Silver Lake Said to Tap Ex-SEC Enforcement Lawyer for Compliance

Jan. 24, 2017, 5:46 PM

By Matt Robinson and David Carey, Bloomberg News

Silver Lake, the second-biggest private equity firm focused on technology, hired the former head of the Securities and Exchange Commission’s Philadelphia office to oversee compliance, joining Blackstone Group LP and KKR & Co. in tapping ex-SEC lawyers for such roles.

Sharon Binger joined the company’s office in Menlo Park, California, and replaces Sahil Desai, who left last summer to work at First Republic Bank, according to people with knowledge of the move, who asked not to be named because the hire hasn’t been announced. Binger left Wall Street’s main regulator last month after joining the agency’s enforcement division in 2008.

Binger declined to comment as did Sourav Bhowmick, an outside spokesman for Silver Lake.

Private-equity firms have been hiring top SEC attorneys since Congress passed the Dodd-Frank Act in 2010, which gave the agency greater authority to regulate the industry. Since then, the SEC has probed how fund managers divvy up expenses and disclose the details to investors, which are typically made up of institutions and wealthy individuals.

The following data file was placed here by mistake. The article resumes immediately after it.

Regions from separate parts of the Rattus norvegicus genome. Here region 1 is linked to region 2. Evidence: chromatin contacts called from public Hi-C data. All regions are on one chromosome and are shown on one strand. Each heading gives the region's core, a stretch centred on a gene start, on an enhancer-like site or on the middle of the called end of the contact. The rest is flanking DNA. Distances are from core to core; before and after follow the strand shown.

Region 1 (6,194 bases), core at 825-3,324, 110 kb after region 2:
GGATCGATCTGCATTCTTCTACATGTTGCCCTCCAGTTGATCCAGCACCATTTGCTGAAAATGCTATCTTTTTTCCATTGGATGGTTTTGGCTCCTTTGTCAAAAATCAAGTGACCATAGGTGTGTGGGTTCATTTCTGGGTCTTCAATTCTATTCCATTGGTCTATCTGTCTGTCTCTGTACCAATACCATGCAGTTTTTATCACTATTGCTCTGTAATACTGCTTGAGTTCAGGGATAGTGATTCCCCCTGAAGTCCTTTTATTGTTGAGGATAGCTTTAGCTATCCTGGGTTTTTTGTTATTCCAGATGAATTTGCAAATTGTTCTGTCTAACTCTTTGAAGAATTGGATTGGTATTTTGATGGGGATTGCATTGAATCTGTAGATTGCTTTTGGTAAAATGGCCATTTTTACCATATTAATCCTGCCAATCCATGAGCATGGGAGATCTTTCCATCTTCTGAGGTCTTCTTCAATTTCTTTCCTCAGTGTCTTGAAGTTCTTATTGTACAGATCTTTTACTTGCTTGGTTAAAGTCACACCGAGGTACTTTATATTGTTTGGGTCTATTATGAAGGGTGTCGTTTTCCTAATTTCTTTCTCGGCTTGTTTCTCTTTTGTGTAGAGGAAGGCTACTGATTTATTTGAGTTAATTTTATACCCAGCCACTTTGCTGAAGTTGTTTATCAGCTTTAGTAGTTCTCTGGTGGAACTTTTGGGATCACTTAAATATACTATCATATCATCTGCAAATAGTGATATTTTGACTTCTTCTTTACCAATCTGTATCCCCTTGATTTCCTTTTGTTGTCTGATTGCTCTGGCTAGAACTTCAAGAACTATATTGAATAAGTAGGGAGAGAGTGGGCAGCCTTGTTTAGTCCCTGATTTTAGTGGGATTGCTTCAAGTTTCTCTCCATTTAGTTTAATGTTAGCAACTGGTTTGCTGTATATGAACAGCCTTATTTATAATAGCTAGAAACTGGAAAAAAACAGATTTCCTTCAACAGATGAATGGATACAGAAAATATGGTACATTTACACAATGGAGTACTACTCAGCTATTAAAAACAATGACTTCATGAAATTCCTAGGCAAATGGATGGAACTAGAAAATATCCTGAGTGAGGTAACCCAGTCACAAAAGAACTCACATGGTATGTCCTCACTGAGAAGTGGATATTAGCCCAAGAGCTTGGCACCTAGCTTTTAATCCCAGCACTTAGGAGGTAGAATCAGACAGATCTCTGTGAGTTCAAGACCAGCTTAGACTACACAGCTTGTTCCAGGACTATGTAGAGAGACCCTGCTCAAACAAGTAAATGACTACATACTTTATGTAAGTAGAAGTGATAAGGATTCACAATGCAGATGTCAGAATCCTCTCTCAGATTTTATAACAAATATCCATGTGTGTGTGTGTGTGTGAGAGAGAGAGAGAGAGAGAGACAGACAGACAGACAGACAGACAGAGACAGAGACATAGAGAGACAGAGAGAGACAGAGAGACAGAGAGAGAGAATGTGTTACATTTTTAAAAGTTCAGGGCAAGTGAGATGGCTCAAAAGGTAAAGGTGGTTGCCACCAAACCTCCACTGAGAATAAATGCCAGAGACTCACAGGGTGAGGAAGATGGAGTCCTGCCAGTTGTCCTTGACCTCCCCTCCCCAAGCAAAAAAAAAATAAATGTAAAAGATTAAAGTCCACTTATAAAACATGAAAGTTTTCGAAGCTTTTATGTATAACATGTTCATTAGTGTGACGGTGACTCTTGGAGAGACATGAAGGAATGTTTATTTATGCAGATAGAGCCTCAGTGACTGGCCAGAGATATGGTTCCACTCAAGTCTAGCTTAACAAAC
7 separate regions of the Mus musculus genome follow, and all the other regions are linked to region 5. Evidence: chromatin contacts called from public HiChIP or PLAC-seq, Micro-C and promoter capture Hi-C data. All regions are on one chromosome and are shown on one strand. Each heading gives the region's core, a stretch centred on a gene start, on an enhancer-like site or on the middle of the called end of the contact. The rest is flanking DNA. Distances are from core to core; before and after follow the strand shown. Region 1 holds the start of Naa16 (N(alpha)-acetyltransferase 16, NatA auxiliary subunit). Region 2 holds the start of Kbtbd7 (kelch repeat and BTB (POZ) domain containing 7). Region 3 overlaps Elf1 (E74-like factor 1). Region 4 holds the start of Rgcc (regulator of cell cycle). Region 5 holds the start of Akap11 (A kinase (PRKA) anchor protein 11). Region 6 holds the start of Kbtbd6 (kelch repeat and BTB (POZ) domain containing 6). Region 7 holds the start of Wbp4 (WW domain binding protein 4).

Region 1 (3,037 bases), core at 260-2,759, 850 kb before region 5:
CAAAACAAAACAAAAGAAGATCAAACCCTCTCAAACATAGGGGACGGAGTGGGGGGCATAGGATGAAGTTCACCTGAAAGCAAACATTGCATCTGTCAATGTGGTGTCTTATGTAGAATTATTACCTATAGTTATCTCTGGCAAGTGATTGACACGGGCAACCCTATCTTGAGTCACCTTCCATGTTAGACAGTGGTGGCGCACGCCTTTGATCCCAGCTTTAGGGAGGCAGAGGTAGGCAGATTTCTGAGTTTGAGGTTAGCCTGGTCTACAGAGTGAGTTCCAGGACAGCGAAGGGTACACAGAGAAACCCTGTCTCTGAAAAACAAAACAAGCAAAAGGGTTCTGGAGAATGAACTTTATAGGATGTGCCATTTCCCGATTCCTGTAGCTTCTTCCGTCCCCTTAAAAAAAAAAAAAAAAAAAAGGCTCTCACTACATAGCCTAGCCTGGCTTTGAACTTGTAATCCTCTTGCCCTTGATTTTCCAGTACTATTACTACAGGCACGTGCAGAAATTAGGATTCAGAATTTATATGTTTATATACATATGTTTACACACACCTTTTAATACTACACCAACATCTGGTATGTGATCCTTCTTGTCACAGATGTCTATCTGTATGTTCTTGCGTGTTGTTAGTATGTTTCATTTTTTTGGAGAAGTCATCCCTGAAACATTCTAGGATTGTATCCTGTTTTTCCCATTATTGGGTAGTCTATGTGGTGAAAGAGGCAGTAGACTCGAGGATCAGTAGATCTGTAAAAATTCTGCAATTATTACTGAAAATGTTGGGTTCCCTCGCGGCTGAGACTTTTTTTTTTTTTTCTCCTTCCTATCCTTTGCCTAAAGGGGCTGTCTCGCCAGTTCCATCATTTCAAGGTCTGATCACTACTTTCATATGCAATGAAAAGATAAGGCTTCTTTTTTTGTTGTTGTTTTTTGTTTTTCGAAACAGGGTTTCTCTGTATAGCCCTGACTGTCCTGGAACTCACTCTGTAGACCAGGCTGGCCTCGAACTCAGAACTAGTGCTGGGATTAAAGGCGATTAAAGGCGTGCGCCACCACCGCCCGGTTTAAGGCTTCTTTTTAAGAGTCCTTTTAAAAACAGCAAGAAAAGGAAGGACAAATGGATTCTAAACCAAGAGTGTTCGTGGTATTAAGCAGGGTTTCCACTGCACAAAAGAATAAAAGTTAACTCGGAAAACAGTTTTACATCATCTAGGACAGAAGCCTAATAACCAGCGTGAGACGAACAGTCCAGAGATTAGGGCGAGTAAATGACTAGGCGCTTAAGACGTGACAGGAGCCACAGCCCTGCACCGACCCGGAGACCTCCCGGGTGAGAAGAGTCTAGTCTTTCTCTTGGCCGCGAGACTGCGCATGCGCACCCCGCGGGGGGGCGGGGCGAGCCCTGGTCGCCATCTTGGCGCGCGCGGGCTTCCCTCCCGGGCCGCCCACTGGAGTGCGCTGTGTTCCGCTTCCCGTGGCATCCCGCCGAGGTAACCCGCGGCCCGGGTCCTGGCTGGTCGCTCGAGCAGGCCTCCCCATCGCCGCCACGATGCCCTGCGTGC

During her time at the SEC, Binger helped revamped the agency’s program examining whether private-equity firms and hedge funds comply with securities laws. She used a risk-based approach to determine which firms the agency should look into.

She also helped oversee litigation involving dozens of defendants accused of taking part in hacking news wires to trade on nonpublic information.

Binger follows Marshall Sprung, another former top SEC enforcement attorney, who joined Blackstone Group LP in May after the firm agreed to pay the SEC $39 million to settle claims that it failed to fully inform investors about fees and business discounts that benefited the firm.

Another former SEC colleague, Bruce Karpati, joined KKR & Co. in 2014 as global chief compliance officer. In June 2015, the firm paid $30 million to settle allegations it allowed some investors, including the firm’s own executives, to escape expenses linked to unsuccessful corporate buyouts.

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